St Mirren's managerial revolving door - nine managers in nine years
Oran Kearney's departure from St Mirren means the club have had nine different permanent managers in nine years.
The Paisley club had two last season alone before surviving in the Scottish Premiership via the play-offs and six of those last nine bosses have failed to complete a full campaign.
BBC Scotland looks back at the fortunes - and misfortunes - of the men who have taken on one of Scottish football's most insecure jobs.
Kearney was a contender for the St Mirren job when Alan Stubbs was appointed. However, a few months later, Stubbs had gone and the Northern Irishman arrived from Coleraine. He held Celtic to a goalless draw in his opening game but a first win took 10 matches and his side toiled near the bottom of the table for the rest of the season. However, they found form when it mattered, winning three and drawing three of their final six Premiership fixtures to avoid automatic relegation before beating Dundee United on penalties in the play-off final.
Englishman Stubbs, a Scottish Cup-winning manager with Hibernian in 2016, returned to Scottish football two years after leaving Easter Road for a short and ultimately unsuccessful spell in charge of Rotherham United. It started well enough, with progress from the League Cup group stages, followed by an opening 2-1 Premiership win over Dundee. However, four successive defeats, including a cup loss against Aberdeen, put paid to his time in Paisley. He remains out of management.
Ross took over a struggling side when he left Alloa Athletic to return to the club he served as a player. St Mirren were two points adrift at the bottom of the Championship without a league win after eight games. It took two months for Ross to register a maiden win, but his team scarcely looked back from there, finding their form in the early part of 2017 to eventually finish seventh and avoid the relegation play-offs on goal difference. The following season, Ross led St Mirren to the title and promotion and, before too long, he was appointed Sunderland manager.
Former Dundee boss Rae came in midway through the 2015-16 season and, like Ross, inherited a side flirting with relegation. Rae delivered the results that took the side to a mid-table Championship finish come the end of the campaign. However, the following season did not start well, leading to Rae's departure.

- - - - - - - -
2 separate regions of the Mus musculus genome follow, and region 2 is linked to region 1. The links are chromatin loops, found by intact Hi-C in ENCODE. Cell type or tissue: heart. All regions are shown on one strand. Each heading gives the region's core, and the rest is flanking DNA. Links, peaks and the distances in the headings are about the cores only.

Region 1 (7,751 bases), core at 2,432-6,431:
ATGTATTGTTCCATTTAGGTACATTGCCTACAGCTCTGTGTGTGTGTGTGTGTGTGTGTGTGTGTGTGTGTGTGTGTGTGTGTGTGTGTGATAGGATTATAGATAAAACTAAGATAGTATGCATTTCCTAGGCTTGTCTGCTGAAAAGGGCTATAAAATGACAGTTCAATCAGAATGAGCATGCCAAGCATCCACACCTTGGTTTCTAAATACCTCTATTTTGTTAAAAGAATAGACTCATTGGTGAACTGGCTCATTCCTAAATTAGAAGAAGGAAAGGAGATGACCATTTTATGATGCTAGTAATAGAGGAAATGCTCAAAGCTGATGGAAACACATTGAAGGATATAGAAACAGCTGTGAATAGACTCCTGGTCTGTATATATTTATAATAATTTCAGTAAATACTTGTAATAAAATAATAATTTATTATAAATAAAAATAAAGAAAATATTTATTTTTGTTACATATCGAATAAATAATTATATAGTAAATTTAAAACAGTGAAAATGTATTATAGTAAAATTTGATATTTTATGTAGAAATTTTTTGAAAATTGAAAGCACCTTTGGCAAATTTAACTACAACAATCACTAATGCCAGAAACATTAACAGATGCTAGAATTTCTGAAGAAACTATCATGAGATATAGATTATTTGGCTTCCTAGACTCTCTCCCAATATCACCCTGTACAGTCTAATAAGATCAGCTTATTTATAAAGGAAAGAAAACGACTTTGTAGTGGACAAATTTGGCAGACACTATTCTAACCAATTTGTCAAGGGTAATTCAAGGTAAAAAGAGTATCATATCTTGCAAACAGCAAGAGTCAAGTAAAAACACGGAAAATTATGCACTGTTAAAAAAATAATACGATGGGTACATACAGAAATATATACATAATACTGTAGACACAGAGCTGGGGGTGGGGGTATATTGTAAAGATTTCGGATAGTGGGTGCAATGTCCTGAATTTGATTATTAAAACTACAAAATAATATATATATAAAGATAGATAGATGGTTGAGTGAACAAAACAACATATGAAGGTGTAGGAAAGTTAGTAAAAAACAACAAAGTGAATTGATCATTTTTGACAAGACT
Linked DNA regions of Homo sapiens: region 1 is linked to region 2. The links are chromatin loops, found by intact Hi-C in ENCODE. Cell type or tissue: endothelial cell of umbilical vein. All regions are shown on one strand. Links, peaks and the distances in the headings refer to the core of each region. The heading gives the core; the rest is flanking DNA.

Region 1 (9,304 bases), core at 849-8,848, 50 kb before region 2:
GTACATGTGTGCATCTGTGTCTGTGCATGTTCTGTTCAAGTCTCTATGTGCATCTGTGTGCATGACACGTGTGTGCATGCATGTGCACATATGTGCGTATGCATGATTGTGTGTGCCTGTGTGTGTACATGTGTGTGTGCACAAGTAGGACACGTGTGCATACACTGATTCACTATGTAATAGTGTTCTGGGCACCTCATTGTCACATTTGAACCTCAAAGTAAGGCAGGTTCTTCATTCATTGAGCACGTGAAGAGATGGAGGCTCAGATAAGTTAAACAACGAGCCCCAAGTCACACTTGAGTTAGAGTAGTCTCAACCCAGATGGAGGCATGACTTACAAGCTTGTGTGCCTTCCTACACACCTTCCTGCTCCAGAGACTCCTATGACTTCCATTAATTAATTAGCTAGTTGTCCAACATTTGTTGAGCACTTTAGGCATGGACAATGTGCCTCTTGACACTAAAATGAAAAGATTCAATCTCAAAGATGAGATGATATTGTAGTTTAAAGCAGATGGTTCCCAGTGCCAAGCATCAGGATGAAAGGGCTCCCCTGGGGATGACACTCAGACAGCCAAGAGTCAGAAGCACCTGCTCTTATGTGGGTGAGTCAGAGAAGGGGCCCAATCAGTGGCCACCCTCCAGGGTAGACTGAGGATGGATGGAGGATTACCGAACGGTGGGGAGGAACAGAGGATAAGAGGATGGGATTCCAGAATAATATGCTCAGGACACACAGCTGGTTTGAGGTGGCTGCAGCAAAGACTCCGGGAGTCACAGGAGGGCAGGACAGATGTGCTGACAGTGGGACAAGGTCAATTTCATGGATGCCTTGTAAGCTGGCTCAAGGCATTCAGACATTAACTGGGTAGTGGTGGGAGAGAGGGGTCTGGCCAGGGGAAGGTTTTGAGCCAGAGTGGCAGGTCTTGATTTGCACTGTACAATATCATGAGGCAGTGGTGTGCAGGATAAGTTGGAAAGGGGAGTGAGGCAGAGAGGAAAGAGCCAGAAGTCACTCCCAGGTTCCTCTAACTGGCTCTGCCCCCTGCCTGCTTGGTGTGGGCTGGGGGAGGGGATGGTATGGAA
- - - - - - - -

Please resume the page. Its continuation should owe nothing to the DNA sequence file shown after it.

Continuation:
Former Scotland defender Murray arrived after a solid start to his managerial career at Dumbarton. However, it was a defeat by his former club that put an end to Murray's spell at St Mirren, with the manager resigning after a 1-0 loss. Murray registered only two league wins and lost five and drew two of his last seven games in charge. He is now in charge of League One Airdrieonians.
Former Scotland winger Teale, who was still a player at St Mirren at the time, faced a thankless task when he took over as interim manager in late 2014. The club were languishing in the Premiership relegation zone, only above bottom place on goal difference. In time, Teale was given the job until the end of the season but could not prevent relegation as the side finished six points adrift at the foot of the table. He soon left the club my mutual consent and is yet to return to management.
Experienced coach Craig was promoted from the assistant manager's role but struggled to find wins - registering three over a six-month period. A heavy Scottish Cup defeat by Inverness Caledonian Thistle and a narrow home defeat by St Johnstone brought his tenure to an end.
Lennon arrived after two successive promotions with Cowdenbeath and the former midfielder established himself by keeping St Mirren in the top flight in his first season. Eighth was the final placing the following year, but the crowning glory of his time in charge was the 2013 League Cup win, beating Celtic in the semi-final and defeating Hearts in the final. Another eighth-placed finish followed in 2014 and Lennon left at the end of his contract.
Former Kilmarnock defender MacPherson moved up from player/assistant manager to take on his first managerial role following the resignation of John Coughlin and, by the end of season 2005-06, St Mirren were second in the old First Division. The following season, he secured promotion and won the Challenge Cup before four years in the Scottish Premier League, during which time the club moved to their current stadium. He left the club months after losing the 2010 League Cup final to nine-man Rangers, but returned to management first with Queen of the South and Queen's Park, and is now back at St Mirren as technical director.